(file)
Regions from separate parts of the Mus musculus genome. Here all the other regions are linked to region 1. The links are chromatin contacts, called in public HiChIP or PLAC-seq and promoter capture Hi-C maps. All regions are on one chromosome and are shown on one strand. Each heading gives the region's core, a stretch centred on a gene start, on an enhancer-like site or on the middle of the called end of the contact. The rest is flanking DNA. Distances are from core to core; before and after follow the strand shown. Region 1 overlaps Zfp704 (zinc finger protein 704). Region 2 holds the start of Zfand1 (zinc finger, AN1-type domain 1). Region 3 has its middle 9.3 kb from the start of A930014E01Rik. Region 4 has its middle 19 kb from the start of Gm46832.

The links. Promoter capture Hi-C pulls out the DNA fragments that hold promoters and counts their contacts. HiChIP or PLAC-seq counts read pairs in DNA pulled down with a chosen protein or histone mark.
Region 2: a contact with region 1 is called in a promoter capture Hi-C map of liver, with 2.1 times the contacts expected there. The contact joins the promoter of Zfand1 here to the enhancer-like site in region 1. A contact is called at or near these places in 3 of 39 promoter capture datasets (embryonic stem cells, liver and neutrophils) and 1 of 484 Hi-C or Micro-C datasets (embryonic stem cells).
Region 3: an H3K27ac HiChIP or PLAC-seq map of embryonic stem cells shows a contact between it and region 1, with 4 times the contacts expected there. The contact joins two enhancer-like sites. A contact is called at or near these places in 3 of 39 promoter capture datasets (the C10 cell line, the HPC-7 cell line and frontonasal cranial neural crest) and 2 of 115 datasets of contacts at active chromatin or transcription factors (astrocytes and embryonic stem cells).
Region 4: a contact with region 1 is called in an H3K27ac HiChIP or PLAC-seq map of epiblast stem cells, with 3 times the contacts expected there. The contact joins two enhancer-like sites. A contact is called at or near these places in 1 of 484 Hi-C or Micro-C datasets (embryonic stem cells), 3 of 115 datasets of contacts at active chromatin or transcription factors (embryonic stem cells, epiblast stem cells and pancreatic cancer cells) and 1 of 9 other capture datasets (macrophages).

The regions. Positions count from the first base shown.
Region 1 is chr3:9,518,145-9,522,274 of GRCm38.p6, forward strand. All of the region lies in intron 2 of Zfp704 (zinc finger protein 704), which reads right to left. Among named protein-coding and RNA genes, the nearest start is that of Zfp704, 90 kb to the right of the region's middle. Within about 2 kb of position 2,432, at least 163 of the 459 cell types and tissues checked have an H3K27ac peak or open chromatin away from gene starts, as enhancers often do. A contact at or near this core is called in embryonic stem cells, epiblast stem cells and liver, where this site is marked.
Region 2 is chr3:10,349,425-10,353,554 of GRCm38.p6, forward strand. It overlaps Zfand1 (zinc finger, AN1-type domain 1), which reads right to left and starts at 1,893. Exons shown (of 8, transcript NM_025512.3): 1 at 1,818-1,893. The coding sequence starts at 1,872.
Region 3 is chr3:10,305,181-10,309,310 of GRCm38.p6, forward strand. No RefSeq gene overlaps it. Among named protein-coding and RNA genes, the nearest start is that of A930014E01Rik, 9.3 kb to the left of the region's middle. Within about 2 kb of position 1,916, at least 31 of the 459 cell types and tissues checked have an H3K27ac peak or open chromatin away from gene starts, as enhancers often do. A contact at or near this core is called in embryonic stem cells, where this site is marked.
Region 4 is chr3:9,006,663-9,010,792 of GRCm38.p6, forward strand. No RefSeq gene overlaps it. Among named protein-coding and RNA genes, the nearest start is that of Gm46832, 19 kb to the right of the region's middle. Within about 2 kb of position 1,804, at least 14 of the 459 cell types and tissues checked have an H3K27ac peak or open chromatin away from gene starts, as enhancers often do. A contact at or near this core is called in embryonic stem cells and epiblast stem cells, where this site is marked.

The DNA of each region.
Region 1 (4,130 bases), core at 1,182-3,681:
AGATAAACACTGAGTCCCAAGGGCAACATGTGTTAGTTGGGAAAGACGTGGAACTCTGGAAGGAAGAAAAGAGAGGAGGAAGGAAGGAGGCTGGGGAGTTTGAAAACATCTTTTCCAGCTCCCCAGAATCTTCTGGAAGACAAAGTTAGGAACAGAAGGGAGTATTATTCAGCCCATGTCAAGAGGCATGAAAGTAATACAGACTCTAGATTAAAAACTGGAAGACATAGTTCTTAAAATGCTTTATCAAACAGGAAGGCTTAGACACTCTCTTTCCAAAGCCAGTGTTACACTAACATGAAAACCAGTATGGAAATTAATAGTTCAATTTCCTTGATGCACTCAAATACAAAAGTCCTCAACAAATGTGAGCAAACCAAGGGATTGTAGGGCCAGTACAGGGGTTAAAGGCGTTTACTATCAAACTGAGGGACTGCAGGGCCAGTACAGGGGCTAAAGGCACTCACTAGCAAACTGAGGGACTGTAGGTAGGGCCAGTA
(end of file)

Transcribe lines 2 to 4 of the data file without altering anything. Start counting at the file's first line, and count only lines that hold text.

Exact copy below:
The links. Promoter capture Hi-C pulls out the DNA fragments that hold promoters and counts their contacts. HiChIP or PLAC-seq counts read pairs in DNA pulled down with a chosen protein or histone mark.
Region 2: a contact with region 1 is called in a promoter capture Hi-C map of liver, with 2.1 times the contacts expected there. The contact joins the promoter of Zfand1 here to the enhancer-like site in region 1. A contact is called at or near these places in 3 of 39 promoter capture datasets (embryonic stem cells, liver and neutrophils) and 1 of 484 Hi-C or Micro-C datasets (embryonic stem cells).
Region 3: an H3K27ac HiChIP or PLAC-seq map of embryonic stem cells shows a contact between it and region 1, with 4 times the contacts expected there. The contact joins two enhancer-like sites. A contact is called at or near these places in 3 of 39 promoter capture datasets (the C10 cell line, the HPC-7 cell line and frontonasal cranial neural crest) and 2 of 115 datasets of contacts at active chromatin or transcription factors (astrocytes and embryonic stem cells).